Thresholds' application for a special use permit was sent to the City Council. On June 1, 1998, the City Council sent the application to the Zoning Board of Appeals ("ZBA") for a public hearing. At a July 1, 1998 public hearing, Christofanelli stated that Thresholds' proposed site was within approximately 450 to 500 feet of another family community residence. Thresholds was represented by Julia Rupp, its Director of Administration, Mary Lang Antilotti, Program Director for Thresholds South Suburbs, and Don Pyles, a member of Thresholds' Board of Directors, at the July 1, 1998 meeting. Rupp described Thresholds as serving people with mental illness for the past 35 years, and stated "[w]e're probably the largest provider and one of the most respected nationally." Rupp described the operation of the proposed group home: it would serve adults with mental illness, would be supervised — trained staff would be present whenever residents were present and there would be a a live-in staff person, and the residents would be required to attend some kind of structure during the day, such as work or work adjustment training. Rupp further testified that 99% of the residents take medication for their illness, that medication was a very important part of the program, and that the resident staff monitors the taking of medication. Rupp stated that Thresholds tries to move people into the home that are from the area, that Thresholds already serves people from the Chicago Heights area at a day program, and that NAMI wanted housing in the area for their family members that live here. Rupp also explained that Thresholds had been told by Christofanelli that the land was properly zoned for a group home before purchasing the property, that the building would be paid for with money from HUD, that the process of obtaining money from HUD is very long, and that Thresholds was not told of the other home until it had a contractor and was ready to start the project Rupp also addressed concerns over density of group homes, explaining that Thresholds wants "to be integrated in the community . . . one of the things we like about our community is diversity and integration." Rupp explained that the 14th Street home had only three residents, and that they had different disabilities than Thresholds' proposed residents. Rupp also answered concerns that the residents would be violent, explaining that Thresholds is very assertive about making sure that persons are stable and able to stay in the community before they are accepted by Thresholds and that Thresholds always gets along very well with its neighbors.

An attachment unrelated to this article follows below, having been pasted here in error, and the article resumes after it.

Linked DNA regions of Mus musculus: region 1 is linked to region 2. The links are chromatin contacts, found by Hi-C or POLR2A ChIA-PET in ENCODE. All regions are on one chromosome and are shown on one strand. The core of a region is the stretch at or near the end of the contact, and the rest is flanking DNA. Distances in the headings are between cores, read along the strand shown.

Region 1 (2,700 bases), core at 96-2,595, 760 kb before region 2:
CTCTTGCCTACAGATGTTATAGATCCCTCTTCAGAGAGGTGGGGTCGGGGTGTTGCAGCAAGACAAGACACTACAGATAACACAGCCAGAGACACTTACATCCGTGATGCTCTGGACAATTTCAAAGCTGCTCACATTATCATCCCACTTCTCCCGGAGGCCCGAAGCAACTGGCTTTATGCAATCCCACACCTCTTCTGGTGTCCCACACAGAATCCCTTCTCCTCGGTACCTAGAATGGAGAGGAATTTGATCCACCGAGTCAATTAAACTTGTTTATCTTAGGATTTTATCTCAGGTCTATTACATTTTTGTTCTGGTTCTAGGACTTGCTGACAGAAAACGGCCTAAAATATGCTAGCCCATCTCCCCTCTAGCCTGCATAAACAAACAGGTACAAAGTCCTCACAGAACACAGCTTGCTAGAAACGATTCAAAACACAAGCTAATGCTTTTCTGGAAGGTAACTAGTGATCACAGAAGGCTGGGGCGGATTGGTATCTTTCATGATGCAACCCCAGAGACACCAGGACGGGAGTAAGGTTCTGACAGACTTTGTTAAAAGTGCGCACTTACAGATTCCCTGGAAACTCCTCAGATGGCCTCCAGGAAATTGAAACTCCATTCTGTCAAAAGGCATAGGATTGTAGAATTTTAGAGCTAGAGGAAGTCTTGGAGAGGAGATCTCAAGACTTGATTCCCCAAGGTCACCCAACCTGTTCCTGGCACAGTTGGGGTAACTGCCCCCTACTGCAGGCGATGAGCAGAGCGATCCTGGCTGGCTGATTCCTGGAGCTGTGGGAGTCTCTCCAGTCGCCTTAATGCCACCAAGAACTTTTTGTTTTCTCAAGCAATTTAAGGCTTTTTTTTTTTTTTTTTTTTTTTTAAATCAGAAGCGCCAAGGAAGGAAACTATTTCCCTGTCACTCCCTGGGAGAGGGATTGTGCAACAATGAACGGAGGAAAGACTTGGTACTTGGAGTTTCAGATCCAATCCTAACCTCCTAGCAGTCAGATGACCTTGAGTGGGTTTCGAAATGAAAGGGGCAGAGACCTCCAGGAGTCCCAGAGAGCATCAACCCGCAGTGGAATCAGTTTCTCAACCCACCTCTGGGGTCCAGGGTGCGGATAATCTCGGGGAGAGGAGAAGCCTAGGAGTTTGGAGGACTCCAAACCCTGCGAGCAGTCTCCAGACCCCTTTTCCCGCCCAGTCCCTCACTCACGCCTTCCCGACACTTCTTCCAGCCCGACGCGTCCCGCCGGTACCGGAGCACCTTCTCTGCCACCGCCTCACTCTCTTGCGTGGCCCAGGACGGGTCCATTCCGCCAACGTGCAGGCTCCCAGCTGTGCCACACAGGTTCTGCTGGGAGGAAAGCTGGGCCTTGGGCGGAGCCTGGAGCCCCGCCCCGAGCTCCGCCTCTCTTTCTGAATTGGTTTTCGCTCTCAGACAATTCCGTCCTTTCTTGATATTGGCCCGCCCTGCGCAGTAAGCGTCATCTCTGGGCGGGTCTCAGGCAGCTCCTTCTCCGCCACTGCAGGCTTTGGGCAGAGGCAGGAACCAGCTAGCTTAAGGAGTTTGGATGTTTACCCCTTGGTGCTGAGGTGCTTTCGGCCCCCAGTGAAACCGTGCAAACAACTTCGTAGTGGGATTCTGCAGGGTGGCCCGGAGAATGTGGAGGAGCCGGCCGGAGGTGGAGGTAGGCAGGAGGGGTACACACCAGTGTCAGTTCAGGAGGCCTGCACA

The Plan Commission held a meeting on July 29, 1998. Thresholds was again represented by Rupp, Lang-Anzilotti, and Pyles. There, Thresholds provided an overview of the program and described its proposed residents. Thresholds explained that it had applied for HUD funding and that it takes a long time to get that funding in place. Thresholds requested that the City make a reasonable accommodation as outlined in the FHAA. Community residents appeared at the meeting and spoke against the Thresholds application. Christofanelli estimated that there were 25 to 30 people present in the audience, which was more than the norm. Six people from 15th Street and 16th Place spoke to the Commission, stating that they worried about encroaching negative influences, including crack houses and drug dealers, and that a community residence would be another negative influence that would lower the property value of their homes. Rupp assured the audience that their property values would not go down, and that she would provide research studies if anyone wanted to see them. At the end of the July 29, 1998 meeting, the Plan Commission voted unanimously to recommend that the City Council deny Thresholds' application for a special use permit. Christofanelli testified that any deliberation over a special use permit application occurs at the formal meetings of the Plan Commission. One member of the Plan Commission testified that there was no discussion among the members of the Plan Commission as to how they would vote before the vote. The Plan Commission minutes for the meeting do not set forth any reasons for recommending that the Thresholds application be denied. The recommendation of the Plan Commission is set forth in a letter dated December 2, 1998. That letter recommended denial of the application and contained no findings.